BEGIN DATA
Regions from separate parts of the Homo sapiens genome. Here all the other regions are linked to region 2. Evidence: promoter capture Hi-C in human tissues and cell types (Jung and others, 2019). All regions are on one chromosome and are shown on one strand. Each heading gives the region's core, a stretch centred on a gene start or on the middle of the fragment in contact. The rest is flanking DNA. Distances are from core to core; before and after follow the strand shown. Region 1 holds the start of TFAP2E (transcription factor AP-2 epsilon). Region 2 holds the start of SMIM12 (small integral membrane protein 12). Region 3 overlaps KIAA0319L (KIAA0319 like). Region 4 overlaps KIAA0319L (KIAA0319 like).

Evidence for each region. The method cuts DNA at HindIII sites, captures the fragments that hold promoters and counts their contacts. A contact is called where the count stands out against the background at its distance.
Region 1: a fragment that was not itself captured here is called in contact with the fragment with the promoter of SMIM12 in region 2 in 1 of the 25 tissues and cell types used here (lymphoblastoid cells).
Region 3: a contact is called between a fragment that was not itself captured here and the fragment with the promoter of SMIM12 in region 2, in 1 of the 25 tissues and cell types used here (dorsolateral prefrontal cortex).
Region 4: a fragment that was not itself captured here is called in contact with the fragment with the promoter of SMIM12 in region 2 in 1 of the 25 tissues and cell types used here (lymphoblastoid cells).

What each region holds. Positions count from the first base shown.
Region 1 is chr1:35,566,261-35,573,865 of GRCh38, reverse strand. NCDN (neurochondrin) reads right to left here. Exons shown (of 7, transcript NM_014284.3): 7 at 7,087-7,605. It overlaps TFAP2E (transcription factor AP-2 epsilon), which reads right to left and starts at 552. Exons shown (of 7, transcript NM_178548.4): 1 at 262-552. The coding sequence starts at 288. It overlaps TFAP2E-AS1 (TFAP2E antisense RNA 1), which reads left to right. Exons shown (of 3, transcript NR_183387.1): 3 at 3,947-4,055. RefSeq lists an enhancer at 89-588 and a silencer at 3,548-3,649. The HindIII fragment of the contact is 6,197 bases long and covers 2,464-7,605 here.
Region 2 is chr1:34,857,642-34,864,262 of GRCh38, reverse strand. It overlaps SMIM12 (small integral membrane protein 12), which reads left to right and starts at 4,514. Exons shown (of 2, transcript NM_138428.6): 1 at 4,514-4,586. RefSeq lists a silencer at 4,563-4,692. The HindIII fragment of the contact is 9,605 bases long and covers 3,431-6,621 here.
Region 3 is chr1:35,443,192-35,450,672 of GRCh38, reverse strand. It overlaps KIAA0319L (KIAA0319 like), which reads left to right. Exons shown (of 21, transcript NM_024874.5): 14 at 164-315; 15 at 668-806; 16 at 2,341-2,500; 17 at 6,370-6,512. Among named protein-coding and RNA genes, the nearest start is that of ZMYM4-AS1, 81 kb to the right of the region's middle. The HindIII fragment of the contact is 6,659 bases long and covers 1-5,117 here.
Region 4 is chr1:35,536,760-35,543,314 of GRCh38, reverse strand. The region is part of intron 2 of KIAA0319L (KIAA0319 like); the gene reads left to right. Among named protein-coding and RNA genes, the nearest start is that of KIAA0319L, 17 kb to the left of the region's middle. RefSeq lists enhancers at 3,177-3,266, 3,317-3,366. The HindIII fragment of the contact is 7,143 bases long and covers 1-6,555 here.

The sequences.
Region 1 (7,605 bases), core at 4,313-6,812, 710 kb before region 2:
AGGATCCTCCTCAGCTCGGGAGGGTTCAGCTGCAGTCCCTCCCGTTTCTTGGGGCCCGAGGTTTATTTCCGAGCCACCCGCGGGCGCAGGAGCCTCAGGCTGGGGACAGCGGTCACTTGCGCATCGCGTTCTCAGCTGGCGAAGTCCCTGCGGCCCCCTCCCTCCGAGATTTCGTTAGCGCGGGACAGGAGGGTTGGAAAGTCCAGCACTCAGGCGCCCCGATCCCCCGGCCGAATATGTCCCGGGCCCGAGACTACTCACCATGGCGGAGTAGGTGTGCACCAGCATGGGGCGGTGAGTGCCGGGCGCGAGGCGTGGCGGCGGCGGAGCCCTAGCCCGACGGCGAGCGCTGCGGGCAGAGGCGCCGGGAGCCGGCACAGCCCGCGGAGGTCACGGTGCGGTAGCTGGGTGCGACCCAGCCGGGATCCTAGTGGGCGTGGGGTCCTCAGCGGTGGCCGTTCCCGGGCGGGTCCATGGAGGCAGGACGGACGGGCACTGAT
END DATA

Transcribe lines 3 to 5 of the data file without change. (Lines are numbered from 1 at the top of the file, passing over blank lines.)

Region 1: a fragment that was not itself captured here is called in contact with the fragment with the promoter of SMIM12 in region 2 in 1 of the 25 tissues and cell types used here (lymphoblastoid cells).
Region 3: a contact is called between a fragment that was not itself captured here and the fragment with the promoter of SMIM12 in region 2, in 1 of the 25 tissues and cell types used here (dorsolateral prefrontal cortex).
Region 4: a fragment that was not itself captured here is called in contact with the fragment with the promoter of SMIM12 in region 2 in 1 of the 25 tissues and cell types used here (lymphoblastoid cells).